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MSU001 Murray State 100th Anniversary Oral History Project

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Murray State University
200 Pogue Library
Murray, Kentucky 42071

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(270) 809-6152
(270) 809-4295
FAX (270) 809-6153

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Ernie Bailey Oral History

Collection Title: Murray State 100th Anniversary Oral History Project

Series Number: MSU001

Interviewee: Bailey, Ernie R.

Interviewer: Bolin, Wesley

Date interviewed: 2013 March 27 and April 3

Processed by: O’Daniel, Hannah

Date processed: 2014 April 23

Description: 4 audio files (3 hours, 2 minutes)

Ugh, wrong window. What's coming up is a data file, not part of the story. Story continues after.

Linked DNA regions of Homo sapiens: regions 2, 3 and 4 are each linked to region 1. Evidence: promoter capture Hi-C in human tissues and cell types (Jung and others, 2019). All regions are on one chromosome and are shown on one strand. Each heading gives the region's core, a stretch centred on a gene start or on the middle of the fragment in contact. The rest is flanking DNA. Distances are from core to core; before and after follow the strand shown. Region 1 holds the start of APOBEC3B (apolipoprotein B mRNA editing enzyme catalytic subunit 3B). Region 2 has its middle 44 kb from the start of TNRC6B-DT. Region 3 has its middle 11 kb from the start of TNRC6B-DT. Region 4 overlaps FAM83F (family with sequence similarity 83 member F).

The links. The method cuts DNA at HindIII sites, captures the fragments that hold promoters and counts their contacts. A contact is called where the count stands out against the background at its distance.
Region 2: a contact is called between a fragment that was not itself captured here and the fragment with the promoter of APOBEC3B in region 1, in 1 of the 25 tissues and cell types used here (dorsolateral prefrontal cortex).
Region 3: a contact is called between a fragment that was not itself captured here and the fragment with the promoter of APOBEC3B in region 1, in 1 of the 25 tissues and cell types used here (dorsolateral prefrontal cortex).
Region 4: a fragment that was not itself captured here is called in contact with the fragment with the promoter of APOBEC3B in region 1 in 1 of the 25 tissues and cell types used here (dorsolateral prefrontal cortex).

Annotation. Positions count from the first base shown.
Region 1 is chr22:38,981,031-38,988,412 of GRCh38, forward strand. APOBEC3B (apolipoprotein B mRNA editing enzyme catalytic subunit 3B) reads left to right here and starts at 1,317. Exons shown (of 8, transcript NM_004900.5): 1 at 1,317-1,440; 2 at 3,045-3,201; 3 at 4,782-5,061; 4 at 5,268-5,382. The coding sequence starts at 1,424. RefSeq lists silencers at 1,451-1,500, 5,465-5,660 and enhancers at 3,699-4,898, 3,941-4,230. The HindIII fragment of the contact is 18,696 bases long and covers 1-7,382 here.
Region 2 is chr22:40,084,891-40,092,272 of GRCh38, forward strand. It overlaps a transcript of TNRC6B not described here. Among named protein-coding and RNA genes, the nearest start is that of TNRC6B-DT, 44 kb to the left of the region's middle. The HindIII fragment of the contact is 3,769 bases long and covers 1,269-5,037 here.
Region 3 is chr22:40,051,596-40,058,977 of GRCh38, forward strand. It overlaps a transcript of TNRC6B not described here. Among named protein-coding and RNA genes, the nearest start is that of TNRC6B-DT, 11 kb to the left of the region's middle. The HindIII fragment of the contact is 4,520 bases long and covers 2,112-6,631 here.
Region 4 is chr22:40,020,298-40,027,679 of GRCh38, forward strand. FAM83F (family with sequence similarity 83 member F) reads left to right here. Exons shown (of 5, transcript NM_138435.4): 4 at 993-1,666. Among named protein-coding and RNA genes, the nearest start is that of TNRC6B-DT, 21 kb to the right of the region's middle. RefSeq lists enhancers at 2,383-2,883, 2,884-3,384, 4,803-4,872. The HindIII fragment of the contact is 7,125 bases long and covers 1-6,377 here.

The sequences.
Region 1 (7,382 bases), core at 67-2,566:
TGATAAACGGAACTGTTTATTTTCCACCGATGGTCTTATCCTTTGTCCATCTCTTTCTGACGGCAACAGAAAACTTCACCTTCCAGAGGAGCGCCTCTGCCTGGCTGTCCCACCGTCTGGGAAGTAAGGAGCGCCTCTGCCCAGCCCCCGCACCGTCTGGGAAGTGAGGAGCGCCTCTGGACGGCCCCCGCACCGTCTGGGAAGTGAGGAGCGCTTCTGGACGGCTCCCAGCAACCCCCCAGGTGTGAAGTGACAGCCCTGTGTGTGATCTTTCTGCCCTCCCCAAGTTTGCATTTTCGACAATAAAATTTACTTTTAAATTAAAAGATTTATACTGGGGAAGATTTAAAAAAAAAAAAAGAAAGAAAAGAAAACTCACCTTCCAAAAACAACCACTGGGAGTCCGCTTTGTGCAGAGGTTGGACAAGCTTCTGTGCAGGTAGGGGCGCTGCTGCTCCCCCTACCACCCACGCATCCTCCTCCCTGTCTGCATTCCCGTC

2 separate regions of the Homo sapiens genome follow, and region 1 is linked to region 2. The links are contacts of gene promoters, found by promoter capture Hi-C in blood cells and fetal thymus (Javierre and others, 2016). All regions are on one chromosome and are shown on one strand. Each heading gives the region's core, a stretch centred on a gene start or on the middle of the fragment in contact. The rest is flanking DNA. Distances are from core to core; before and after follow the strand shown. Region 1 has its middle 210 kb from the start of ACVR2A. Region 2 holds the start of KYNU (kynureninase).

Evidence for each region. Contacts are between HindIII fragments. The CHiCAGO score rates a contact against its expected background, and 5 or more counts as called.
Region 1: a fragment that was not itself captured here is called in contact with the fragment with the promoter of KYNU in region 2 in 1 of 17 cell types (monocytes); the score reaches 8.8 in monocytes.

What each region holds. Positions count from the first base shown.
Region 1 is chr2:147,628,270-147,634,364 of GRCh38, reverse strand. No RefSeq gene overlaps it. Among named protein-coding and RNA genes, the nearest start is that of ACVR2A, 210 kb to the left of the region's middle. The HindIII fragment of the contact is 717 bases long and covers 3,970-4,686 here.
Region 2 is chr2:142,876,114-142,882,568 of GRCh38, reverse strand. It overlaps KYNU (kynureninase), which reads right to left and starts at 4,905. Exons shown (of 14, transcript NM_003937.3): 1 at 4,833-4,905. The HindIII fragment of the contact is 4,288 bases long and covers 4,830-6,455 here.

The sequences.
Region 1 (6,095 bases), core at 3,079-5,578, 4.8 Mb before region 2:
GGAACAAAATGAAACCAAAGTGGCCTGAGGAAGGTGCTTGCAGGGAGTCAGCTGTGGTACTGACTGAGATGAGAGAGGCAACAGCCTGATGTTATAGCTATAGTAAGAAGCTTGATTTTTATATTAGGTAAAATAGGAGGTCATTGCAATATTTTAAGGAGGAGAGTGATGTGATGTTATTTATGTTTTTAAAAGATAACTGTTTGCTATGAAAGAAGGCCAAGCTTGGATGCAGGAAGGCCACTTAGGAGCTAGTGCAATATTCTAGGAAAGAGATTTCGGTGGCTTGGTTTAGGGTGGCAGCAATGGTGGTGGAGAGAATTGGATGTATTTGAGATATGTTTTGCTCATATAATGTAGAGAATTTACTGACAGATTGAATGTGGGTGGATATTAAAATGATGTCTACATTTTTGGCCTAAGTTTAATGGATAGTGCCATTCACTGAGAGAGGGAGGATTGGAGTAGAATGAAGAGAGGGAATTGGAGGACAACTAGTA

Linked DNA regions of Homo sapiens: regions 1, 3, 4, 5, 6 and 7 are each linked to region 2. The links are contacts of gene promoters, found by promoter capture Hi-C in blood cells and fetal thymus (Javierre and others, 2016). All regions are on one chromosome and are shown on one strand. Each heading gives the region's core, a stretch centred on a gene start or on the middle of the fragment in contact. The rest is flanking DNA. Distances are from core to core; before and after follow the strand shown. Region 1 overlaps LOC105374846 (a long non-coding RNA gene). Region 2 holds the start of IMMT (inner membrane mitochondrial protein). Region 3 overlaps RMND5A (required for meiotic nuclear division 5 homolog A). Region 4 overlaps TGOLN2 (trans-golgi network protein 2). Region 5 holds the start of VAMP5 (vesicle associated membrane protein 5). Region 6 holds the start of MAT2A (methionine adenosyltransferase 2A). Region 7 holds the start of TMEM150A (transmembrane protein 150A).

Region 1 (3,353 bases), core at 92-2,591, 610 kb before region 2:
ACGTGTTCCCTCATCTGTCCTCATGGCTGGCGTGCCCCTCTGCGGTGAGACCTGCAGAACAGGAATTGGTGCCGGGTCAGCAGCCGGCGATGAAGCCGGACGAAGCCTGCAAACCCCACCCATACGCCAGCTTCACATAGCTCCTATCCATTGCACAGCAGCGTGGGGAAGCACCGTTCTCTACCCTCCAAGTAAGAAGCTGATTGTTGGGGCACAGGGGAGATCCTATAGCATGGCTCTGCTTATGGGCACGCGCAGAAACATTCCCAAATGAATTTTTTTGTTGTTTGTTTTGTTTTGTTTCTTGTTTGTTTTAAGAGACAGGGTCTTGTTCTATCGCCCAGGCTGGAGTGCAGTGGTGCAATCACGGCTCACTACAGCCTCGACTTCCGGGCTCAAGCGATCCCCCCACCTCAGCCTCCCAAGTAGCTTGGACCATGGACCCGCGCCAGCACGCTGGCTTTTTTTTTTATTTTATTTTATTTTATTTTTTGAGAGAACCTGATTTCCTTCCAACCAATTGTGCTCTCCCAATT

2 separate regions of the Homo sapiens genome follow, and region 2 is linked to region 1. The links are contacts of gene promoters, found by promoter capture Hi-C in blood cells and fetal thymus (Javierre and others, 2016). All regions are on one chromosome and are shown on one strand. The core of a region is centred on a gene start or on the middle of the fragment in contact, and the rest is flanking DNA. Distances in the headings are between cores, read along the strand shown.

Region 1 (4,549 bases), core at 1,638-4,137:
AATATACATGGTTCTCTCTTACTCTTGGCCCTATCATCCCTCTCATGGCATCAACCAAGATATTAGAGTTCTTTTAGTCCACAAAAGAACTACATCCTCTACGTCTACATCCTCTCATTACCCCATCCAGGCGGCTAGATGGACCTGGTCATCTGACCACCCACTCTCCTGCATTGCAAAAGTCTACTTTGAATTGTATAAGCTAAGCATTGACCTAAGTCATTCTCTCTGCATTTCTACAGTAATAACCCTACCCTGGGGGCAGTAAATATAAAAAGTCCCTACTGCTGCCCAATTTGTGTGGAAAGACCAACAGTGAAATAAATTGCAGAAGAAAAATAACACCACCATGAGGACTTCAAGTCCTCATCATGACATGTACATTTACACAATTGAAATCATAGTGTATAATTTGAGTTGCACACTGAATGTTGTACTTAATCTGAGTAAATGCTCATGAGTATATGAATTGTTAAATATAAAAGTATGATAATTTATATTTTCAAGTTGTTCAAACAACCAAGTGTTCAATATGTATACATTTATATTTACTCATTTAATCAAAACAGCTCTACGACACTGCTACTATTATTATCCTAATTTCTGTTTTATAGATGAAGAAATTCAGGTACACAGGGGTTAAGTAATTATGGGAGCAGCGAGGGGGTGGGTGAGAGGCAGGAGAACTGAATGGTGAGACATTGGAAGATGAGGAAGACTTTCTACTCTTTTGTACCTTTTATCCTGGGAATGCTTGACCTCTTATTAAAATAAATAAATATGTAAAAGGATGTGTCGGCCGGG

Abstract: Ernie Bailey began the interview with genealogical information on the Bailey family of Western Kentucky. He described the Murray Training School in Murray, Kentucky, including the building, the years of operation and its function as primary and secondary school. He mentioned his undergraduate and graduate career at Murray State College in the early 1960s and his teaching positions in Graves and Calloway Counties in Kentucky. He delved into how became employed at Forrest C. Pogue Library at Murray State. He chronicled the history of Murray State’s libraries, from the stage area of the auditorium at Murray Middle School to the contemporary Waterfield and Pogue libraries. He discussed the process of moving library collections between the various locations over time and the development of Special Collections and University Archives. He recalled the various uses of the floors and rooms of Pogue Library throughout its history. He also detailed the role of the Works Progress Administration in the construction of city streets in Murray, Cutchin Stadium and the cataloging of local courthouse records. He named and described six of the presidents of Murray State, including Presidents Carr, Wells, Richmond, Woods, Sparks and Curris. He detailed the construction, use and change of buildings on campus, including Pogue Library, the Lowry Center, Waterfield Library, Wrather Museum, Wilson Hall, Lovett Auditorium, Carr Health, the Curris Center, Racer Arena, Old Fine Arts, Swan Hall, Wells Hall, Ordway Hall and the Faculty Clubhouse. He mentioned the role of Price Doyle in establishing the Department of Music. Bailey also recalled his campus involvement as a student at Murray State, including the marching band, singing in the choir and working at Pogue Library. He described the role of local women in operating boarding houses for students before dormitories were constructed and the establishment of the college farm. He discussed the Kentucky state legislature’s efforts and reasoning for establishing Murray State in the 1920s and the expansion of Murray State from a normal school. He explained the expansion of educational requirements for public school teachers in the 1960s and 1970s, which led teachers to return to college to obtain undergraduate and graduate degrees. He recalled the quarter semester system and low enrollments at Murray State during the Second World War. He spoke of President Richmond’s role in securing grants for Federal Preflight and Naval training programs at Murray State during World War II. He remembered the ROTC program and anti-war rallies on Murray State’s campus during his time as a student during the Vietnam War and segregation during his childhood. He recounted the gradual desegregation of the town and the admission of African Americans to Murray State. He attributed the economic development of Murray and the surrounding area to the establishment of Murray State. He chronicled the history of churches in Murray during his lifetime and how Murray State impacted the local churches. He discussed the development of light industry in Calloway County, naming some of the most prominent factories and industrial employers in the area. He described the regional competition of towns in Western Kentucky over the bid for a state normal school and Rainey T. Wells’ role in winning the bid for Murray. He pointed out that the original part of Murray States’ campus was Wells’ farmland and Oakhurst, the president’s house, was Wells’ original home. He recalled the expansion of the city limits of Murray and Murray State’s role in the expansion. He largely ended the interview by describing the positive relations between Murray State and the town of Murray, which he attributes to the townspeople’s recognition of how Murray State has benefited the area.